Omnicron Conspiracy is kinda like Star Trek meets cyberpunk. You play as some dood named Ace Hunter or something, some two-fisted Man of Action and also member of the Star Police. Ace gets assigned to investigate the disappearance of a fellow officer and there's the usual intrigue with drug rings and intergalactic terrorism and conspiracies involving giant corporations and etc.

The game is a combo of adventure and action. You walk around, talk to people, and interact with stuff in adventure game style through an "action button" and a basic menu system, but you're also kitted out with a blaster that can be set to "stun" or "kill", and you'll have ample opportunity to use it in real-time as you'll get attacked by critters, robots and ne'er-do-wells during your journeys.

Perhaps the most interesting thing about it is that it has a very limited form of "sandbox gameplay" and amorality, years prior to Fallout and Grand Theft Auto. First of all, you're free to just wax anyone at all in the game with your blaster. You can go around systematically murdering every character in the game if you care to. This will cause security police to attack you on sight, however, and there's certain points on certain screens you can't walk onto without getting arrested. Getting arrested is the only way for the game to end - death for Ace only results in him getting beamed back aboard his ship for automatic repairs (in a fairly funny sequence.)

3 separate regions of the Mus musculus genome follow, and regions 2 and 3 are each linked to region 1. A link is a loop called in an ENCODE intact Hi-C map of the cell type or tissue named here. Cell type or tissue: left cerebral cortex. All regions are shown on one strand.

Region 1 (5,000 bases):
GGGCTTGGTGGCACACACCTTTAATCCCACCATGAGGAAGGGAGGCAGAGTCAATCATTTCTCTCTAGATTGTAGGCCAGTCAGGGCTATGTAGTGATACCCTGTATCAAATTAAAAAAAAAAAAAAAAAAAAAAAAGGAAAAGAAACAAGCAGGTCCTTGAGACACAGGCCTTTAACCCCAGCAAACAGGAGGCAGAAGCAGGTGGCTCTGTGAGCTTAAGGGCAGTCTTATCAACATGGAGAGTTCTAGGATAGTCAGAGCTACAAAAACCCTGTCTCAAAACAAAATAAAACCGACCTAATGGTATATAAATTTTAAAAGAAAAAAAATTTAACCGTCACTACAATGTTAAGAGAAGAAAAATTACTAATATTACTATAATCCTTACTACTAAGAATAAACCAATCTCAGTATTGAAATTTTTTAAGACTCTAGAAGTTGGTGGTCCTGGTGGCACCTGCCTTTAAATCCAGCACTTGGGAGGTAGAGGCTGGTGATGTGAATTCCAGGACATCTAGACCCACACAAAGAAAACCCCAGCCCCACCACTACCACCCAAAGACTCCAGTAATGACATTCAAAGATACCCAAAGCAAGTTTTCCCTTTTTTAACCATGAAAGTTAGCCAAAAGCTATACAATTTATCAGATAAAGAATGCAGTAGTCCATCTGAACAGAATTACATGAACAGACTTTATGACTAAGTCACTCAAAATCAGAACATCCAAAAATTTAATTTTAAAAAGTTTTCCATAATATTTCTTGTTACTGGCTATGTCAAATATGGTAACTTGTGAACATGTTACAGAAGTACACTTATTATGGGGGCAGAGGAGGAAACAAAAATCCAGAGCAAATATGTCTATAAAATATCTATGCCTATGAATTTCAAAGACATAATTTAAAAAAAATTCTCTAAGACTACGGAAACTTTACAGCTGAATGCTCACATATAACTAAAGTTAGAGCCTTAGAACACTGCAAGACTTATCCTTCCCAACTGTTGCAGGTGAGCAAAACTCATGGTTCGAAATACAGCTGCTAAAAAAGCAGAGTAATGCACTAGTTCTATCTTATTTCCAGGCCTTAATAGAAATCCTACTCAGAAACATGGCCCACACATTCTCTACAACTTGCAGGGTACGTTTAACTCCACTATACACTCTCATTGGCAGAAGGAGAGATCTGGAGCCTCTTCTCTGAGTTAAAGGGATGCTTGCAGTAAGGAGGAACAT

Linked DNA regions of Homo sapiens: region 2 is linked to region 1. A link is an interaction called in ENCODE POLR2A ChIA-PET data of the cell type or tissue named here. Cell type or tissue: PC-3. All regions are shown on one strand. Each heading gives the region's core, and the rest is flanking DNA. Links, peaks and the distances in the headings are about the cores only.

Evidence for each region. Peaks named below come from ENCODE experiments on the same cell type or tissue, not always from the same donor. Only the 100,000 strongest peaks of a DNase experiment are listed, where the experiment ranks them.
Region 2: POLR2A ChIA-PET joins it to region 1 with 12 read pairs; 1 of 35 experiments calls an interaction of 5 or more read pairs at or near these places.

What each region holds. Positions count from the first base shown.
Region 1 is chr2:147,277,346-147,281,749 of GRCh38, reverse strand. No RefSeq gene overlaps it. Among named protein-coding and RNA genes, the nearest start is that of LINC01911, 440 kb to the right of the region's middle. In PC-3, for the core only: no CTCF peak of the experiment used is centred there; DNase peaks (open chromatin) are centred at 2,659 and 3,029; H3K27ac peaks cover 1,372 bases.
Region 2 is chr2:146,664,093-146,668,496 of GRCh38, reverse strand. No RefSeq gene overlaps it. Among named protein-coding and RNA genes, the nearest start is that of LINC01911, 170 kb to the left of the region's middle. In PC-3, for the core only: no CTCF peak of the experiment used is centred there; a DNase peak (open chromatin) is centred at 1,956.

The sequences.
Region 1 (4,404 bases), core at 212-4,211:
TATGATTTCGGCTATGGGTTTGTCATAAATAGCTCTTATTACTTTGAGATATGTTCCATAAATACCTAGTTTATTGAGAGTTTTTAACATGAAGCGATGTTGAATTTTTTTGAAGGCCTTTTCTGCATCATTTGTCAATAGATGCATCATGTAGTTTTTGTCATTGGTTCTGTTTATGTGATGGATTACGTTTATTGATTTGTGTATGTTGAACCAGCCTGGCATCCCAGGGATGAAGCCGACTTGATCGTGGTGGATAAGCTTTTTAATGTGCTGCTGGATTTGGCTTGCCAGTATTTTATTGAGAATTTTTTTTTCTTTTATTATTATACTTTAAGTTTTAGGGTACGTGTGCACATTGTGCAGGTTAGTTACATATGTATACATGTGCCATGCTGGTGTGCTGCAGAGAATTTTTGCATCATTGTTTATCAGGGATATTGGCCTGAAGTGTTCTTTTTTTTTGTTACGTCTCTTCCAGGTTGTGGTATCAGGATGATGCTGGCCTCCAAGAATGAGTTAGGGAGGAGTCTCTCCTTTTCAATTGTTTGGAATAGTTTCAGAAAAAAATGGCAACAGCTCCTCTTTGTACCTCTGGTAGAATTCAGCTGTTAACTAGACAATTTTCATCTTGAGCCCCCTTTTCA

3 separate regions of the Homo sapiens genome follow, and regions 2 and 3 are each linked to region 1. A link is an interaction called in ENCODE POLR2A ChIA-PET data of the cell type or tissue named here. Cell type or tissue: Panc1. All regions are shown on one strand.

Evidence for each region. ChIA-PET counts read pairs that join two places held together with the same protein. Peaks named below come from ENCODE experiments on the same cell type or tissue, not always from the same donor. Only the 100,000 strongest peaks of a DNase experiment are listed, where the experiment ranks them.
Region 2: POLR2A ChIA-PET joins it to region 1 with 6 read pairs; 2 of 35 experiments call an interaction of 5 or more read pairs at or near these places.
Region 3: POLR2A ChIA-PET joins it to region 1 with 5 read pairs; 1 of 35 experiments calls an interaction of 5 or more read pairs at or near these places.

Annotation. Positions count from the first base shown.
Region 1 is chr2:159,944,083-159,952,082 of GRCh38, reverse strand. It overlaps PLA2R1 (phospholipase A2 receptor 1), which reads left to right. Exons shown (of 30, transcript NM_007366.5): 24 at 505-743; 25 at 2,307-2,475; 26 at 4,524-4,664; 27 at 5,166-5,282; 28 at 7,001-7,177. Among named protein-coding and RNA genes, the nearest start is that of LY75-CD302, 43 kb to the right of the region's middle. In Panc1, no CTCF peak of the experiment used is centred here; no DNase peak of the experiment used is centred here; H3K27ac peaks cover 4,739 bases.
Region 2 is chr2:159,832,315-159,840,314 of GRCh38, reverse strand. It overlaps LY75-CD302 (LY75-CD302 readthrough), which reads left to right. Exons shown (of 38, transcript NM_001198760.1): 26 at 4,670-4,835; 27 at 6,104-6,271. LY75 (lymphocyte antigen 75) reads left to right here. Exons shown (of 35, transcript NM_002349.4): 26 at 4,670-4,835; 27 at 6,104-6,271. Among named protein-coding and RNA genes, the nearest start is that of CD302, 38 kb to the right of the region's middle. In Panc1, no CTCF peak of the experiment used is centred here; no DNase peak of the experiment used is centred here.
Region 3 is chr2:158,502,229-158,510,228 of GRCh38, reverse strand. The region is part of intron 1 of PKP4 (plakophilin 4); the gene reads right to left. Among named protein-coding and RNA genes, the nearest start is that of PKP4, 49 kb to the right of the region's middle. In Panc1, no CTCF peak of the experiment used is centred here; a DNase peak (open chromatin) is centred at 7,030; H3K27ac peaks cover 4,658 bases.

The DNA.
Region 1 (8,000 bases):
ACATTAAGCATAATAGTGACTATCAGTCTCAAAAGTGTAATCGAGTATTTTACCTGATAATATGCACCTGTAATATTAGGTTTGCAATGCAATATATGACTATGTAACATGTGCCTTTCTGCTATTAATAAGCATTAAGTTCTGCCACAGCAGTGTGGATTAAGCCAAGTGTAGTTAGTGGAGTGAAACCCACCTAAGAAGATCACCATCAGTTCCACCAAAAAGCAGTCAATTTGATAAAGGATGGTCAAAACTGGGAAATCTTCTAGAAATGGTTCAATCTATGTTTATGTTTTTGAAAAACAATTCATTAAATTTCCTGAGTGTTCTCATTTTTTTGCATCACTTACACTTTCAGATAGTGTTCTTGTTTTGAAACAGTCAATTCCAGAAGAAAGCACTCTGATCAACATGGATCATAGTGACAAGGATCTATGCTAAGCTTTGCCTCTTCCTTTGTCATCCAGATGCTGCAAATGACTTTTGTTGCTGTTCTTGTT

You can combine this freedom with the ability to buy illegal weapons to actually blast your way into end-game areas very early in the game, thus creating your own alternate puzzle solutions, technically. There's also hookers about that you can secks up for coin, though it's just the usual fade-in and fade-out, not even Leisure Suit Larry material really.

The downside to this freedom to be trigger-happy is that you get arrested for killing nearly anything "sentient" in the game - even rats, apparently. It's thus not often clear whether or not you are actually supposed/allowed to kill a character, which is necessary at some points in the plot.

The other things kind of bringing the game down are the slow pace at which Ace walks (which becomes painful if you die and have to re-tread ten or twenty screens to get back to an area), and the fact that it's really very short and kind of easy.

It's a colorful and frequently funny world for fans of all-too-infrequent cyberpunk games, however, and on the whole it's pretty well designed.

Links :

* Patch for DOSBox - Run this instead of the included .exe to get the game to launch
* Press "F" in-game to save and load
* Full walkthrough

Videos :

* Gameplay Video
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